23-Unit Apartment Complex for First Investment

13 Replies

Investment Info:

Large multi-family (5+ units) buy & hold investment.

Purchase price: $1,050,000
Cash invested: $275,000

23 unit apartment complex with six additional units and a laundry room that are partially built out.

What made you interested in investing in this type of deal?

Wealth accumulation. Potential upside of handling most/all of the maintenance and remodeling needs was additional $$$ in my pockets.

How did you find this deal and how did you negotiate it?

Loopnet.com; Worked directly with the listing Realtor.

How did you finance this deal?

20% down payment & bank lending.

How did you add value to the deal?

Raising rents, remodeling units as they become vacant, improving common and exterior areas, better maintenance and management than prior ownership provided. Treat the tenants like you'd want to be treated and most of them will treat you better.

What was the outcome?

So far, so good.

Lessons learned? Challenges?

Getting the final 'yes' on commercial lending takes a longer and is more involved than primary residence loans. Recognizing what the insurance company is concerned with before purchasing the building. In my case, the parking lot and breaker panels are high on their radar.

Did you work with any real estate professionals (agents, lenders, etc.) that you'd recommend to others?

Nobody I'd recommend.

That's awesome, they say if you can skip residential investments and go straight to commercial property to do it. There's a property near me that's similar but I don't have the down payment that you had.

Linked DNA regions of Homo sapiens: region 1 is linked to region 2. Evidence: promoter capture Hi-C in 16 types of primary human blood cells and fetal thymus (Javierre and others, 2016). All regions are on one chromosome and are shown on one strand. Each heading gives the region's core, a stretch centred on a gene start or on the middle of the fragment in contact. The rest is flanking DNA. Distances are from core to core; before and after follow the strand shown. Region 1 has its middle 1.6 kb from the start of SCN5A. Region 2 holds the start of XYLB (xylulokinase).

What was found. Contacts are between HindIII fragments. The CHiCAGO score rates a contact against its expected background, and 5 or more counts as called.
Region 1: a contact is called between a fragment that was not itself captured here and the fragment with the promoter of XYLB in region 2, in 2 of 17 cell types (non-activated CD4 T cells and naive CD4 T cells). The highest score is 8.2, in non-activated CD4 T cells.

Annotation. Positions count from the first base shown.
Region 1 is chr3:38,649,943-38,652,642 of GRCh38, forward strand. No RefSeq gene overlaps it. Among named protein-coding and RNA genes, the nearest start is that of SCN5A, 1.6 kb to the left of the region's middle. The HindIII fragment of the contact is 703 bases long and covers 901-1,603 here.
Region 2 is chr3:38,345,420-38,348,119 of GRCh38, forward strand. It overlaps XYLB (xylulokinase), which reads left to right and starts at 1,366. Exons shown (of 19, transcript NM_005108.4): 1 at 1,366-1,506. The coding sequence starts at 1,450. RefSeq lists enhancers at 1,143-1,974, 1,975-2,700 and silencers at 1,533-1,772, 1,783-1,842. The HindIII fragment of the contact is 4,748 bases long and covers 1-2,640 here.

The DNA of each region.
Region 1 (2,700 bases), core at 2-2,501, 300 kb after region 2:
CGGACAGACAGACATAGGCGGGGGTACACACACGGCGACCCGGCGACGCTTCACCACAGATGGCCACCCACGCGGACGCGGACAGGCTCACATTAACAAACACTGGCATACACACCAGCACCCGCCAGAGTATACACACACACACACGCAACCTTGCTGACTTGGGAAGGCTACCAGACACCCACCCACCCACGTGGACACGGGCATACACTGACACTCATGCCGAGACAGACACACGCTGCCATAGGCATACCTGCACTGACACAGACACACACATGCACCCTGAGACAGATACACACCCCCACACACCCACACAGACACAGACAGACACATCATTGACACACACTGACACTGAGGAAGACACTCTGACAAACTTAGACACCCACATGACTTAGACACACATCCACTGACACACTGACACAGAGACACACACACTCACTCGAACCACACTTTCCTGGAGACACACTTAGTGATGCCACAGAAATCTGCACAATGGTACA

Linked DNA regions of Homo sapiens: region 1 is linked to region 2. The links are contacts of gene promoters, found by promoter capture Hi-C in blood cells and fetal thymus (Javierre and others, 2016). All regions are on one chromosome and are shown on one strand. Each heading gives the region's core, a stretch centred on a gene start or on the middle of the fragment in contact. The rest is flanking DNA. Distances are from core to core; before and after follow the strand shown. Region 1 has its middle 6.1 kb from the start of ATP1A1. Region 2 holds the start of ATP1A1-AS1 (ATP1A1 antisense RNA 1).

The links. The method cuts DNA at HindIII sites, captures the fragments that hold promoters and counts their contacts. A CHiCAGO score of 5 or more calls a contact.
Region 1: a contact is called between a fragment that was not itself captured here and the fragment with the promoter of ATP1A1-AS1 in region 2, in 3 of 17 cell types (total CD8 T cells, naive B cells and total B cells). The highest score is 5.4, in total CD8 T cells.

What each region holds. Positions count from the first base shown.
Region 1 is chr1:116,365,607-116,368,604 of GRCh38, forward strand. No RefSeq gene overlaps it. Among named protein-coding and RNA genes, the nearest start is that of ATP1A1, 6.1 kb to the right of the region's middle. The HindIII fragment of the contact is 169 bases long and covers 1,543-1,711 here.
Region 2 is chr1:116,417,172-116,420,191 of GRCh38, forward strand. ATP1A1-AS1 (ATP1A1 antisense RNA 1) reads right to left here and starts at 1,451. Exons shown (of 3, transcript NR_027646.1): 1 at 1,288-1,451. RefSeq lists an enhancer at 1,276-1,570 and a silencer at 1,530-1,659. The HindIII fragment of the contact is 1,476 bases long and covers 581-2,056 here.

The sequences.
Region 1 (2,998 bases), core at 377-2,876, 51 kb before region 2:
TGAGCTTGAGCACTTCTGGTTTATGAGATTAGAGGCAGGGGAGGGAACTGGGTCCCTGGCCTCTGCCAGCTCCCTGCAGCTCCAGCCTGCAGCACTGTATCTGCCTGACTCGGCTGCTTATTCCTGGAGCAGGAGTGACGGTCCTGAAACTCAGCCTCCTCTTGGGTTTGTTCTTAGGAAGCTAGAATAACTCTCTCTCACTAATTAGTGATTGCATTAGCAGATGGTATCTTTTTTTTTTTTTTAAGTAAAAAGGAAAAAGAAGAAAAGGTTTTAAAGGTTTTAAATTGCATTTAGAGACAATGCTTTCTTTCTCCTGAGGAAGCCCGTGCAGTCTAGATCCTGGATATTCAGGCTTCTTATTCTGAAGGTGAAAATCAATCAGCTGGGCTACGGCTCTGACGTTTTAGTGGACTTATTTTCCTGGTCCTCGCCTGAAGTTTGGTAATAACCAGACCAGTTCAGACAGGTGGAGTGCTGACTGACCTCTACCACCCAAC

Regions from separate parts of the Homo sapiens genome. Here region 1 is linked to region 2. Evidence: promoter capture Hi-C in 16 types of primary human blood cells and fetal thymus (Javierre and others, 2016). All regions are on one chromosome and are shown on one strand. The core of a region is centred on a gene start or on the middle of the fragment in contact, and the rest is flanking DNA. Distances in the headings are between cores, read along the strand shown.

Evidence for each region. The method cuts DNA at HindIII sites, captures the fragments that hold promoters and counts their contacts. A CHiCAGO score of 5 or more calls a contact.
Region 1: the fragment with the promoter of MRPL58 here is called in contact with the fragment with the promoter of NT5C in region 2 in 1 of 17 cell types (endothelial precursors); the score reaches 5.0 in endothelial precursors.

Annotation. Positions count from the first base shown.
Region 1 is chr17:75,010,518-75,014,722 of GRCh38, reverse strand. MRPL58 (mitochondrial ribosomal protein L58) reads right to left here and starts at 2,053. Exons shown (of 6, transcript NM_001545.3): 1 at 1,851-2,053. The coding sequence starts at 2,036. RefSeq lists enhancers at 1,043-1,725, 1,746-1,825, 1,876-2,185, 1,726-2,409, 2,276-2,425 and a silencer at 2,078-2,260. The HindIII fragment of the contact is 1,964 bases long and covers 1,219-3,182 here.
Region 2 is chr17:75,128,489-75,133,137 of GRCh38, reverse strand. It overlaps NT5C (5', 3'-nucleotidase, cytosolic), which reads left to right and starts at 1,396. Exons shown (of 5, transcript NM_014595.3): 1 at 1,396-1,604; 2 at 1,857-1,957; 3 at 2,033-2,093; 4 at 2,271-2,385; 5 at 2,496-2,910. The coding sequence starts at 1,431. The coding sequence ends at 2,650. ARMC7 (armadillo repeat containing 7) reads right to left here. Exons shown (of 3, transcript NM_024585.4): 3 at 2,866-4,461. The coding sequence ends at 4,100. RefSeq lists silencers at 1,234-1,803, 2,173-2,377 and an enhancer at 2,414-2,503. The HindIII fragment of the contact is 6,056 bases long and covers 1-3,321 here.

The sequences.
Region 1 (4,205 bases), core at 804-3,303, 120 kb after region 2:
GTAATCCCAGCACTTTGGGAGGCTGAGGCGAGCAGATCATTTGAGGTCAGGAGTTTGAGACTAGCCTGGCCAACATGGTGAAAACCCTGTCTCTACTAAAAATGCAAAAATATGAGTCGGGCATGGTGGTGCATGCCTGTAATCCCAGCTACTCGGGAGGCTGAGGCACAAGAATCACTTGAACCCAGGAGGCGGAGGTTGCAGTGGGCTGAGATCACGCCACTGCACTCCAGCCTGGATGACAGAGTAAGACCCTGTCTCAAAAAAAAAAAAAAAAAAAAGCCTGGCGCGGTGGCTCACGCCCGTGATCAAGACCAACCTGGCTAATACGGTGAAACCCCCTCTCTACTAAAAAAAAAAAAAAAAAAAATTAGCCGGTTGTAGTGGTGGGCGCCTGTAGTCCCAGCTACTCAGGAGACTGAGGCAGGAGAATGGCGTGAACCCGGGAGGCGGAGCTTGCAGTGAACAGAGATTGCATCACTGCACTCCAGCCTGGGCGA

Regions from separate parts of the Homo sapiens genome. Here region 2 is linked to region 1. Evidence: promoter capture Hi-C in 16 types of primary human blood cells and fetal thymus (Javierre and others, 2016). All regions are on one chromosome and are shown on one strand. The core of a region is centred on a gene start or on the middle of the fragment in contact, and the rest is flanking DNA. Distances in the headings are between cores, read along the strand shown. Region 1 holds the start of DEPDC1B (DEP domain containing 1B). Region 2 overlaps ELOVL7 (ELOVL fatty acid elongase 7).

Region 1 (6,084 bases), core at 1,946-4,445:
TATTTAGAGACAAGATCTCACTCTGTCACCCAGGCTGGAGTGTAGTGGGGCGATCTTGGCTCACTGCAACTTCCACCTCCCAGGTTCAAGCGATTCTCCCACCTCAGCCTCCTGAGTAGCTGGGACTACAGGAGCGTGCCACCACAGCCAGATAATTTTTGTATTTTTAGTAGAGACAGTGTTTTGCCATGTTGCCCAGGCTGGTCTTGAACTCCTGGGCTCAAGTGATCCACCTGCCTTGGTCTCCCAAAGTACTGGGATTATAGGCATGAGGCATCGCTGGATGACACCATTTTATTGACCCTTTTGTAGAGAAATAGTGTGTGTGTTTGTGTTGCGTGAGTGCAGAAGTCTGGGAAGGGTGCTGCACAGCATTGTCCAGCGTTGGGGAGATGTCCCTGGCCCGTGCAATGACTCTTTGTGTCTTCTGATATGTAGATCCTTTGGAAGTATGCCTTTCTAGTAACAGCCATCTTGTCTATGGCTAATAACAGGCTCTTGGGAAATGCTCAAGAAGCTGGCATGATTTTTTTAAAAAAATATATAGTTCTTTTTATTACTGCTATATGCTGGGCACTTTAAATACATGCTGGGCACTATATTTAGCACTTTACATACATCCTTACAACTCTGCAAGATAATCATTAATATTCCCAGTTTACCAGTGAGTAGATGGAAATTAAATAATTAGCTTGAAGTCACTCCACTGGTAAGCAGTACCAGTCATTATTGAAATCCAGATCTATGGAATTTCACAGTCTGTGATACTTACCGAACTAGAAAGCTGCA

@Brandon Sturgill : Re: Closing funds --> Without getting long winded, I sold a house in 2016 that I had strong equity. I invested that cash into oil & gas assets near the bottom of the market. Since I have worked in the oil & gas industry for 20+ years, this was a reasonably simple transition for me. I used some funds from those investments along with a 1031 exchange on a SFR I sold (rented it for ~2 years after personally living there).

I started the ops account with $30k and am letting the rental revenue cash flow all the improvements. If I have enough funds to cover a remodel when a unit is empty, I do so. Otherwise, I do any necessary repairs and re-rent it. 

Over the next couple of years, my goal is to transition (sell) out of the oil & gas investments and use those funds on a portfolio of commercial real estate.


Have a great day!

Michael

Originally posted by @Michael Dunn :

@Brandon Sturgill : Re: Closing funds --> Without getting long winded, I sold a house in 2016 that I had strong equity. I invested that cash into oil & gas assets near the bottom of the market. Since I have worked in the oil & gas industry for 20+ years, this was a reasonably simple transition for me. I used some funds from those investments along with a 1031 exchange on a SFR I sold (rented it for ~2 years after personally living there).

I started the ops account with $30k and am letting the rental revenue cash flow all the improvements. If I have enough funds to cover a remodel when a unit is empty, I do so. Otherwise, I do any necessary repairs and re-rent it. 

Over the next couple of years, my goal is to transition (sell) out of the oil & gas investments and use those funds on a portfolio of commercial real estate.


Have a great day!

Michael

 It sounds like you did a great job. I would like to point out though that the post I just copied was not your first investment like your title claims.